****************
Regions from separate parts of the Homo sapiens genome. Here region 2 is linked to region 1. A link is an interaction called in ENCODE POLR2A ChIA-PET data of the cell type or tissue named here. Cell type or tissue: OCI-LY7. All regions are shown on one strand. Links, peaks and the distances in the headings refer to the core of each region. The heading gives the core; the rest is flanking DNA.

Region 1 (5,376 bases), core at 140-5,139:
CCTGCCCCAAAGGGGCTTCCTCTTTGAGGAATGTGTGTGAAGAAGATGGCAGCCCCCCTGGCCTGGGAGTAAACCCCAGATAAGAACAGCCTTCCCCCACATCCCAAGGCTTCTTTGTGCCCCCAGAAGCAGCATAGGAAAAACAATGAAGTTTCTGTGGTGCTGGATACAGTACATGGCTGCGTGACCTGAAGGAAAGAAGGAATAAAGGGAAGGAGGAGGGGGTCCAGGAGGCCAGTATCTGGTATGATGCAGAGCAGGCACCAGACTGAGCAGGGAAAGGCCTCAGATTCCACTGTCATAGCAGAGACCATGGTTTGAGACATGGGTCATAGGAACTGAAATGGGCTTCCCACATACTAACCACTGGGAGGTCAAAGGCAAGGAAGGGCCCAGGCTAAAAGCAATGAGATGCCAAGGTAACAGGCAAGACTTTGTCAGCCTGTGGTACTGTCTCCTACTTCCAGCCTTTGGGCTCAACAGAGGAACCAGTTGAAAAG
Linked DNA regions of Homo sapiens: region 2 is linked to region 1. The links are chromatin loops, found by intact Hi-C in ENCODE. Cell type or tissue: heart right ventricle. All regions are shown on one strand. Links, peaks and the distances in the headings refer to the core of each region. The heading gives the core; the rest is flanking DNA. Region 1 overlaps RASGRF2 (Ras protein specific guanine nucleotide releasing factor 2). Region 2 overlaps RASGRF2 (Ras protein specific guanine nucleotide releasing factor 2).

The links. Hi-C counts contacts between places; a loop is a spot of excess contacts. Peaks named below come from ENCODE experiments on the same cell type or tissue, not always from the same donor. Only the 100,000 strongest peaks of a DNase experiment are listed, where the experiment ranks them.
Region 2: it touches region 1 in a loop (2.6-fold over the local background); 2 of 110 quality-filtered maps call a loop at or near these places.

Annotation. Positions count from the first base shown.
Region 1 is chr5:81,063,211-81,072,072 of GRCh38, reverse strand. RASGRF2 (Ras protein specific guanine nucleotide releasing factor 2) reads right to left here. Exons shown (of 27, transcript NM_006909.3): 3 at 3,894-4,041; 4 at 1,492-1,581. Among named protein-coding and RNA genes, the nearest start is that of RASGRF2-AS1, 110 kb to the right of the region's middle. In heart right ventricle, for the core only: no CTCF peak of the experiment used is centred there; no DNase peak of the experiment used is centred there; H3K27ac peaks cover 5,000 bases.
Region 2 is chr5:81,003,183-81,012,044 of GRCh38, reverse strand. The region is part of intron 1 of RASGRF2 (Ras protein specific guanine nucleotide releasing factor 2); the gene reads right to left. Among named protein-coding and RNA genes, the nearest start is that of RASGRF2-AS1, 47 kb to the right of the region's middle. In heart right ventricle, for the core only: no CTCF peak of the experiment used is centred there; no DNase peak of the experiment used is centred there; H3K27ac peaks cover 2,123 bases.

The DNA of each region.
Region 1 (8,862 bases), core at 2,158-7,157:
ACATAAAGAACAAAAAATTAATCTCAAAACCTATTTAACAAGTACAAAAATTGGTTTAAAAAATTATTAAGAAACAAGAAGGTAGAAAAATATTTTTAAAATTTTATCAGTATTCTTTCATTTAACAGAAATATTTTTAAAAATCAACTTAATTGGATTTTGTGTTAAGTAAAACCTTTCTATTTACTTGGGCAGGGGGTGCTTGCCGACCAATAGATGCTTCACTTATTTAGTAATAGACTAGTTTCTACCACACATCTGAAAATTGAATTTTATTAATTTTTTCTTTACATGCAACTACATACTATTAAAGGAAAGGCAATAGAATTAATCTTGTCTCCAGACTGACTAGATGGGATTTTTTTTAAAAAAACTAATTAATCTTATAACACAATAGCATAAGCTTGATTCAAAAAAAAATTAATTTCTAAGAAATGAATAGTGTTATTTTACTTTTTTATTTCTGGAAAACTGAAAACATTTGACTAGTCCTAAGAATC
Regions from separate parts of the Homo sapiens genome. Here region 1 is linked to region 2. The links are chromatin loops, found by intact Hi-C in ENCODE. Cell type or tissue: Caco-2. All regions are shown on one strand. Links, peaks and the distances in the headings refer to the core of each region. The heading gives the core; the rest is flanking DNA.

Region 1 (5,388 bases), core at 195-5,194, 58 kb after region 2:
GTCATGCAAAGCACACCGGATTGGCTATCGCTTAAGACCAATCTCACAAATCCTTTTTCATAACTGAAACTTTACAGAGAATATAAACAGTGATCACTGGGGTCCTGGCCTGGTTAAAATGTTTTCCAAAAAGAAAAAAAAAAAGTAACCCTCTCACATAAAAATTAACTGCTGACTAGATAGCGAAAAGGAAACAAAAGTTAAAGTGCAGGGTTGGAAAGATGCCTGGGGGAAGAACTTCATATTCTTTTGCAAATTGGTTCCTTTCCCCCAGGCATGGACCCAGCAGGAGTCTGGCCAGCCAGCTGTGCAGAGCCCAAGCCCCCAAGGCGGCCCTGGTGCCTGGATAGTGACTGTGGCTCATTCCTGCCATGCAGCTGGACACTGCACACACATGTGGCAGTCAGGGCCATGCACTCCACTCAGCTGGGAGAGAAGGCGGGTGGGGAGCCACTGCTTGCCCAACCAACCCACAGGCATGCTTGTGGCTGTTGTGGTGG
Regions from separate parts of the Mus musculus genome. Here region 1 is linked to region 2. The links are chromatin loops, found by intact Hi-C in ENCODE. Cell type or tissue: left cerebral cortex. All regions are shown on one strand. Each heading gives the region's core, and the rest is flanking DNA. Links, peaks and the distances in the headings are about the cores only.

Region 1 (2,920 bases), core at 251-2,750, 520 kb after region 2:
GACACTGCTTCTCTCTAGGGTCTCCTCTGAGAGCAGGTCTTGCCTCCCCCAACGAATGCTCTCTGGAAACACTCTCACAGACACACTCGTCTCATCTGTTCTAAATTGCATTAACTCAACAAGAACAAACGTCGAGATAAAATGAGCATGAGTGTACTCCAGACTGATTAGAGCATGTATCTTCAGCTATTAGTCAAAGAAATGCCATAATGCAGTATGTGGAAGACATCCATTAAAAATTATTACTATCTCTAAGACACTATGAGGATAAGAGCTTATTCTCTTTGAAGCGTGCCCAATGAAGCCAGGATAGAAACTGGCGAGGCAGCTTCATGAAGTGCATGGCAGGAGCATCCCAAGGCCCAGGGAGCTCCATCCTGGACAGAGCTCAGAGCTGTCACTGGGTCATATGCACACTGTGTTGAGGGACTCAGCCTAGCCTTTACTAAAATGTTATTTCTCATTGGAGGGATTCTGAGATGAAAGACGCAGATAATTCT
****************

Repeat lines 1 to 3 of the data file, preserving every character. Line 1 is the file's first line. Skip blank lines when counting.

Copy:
Regions from separate parts of the Homo sapiens genome. Here region 2 is linked to region 1. A link is an interaction called in ENCODE POLR2A ChIA-PET data of the cell type or tissue named here. Cell type or tissue: OCI-LY7. All regions are shown on one strand. Links, peaks and the distances in the headings refer to the core of each region. The heading gives the core; the rest is flanking DNA.

Region 1 (5,376 bases), core at 140-5,139:
CCTGCCCCAAAGGGGCTTCCTCTTTGAGGAATGTGTGTGAAGAAGATGGCAGCCCCCCTGGCCTGGGAGTAAACCCCAGATAAGAACAGCCTTCCCCCACATCCCAAGGCTTCTTTGTGCCCCCAGAAGCAGCATAGGAAAAACAATGAAGTTTCTGTGGTGCTGGATACAGTACATGGCTGCGTGACCTGAAGGAAAGAAGGAATAAAGGGAAGGAGGAGGGGGTCCAGGAGGCCAGTATCTGGTATGATGCAGAGCAGGCACCAGACTGAGCAGGGAAAGGCCTCAGATTCCACTGTCATAGCAGAGACCATGGTTTGAGACATGGGTCATAGGAACTGAAATGGGCTTCCCACATACTAACCACTGGGAGGTCAAAGGCAAGGAAGGGCCCAGGCTAAAAGCAATGAGATGCCAAGGTAACAGGCAAGACTTTGTCAGCCTGTGGTACTGTCTCCTACTTCCAGCCTTTGGGCTCAACAGAGGAACCAGTTGAAAAG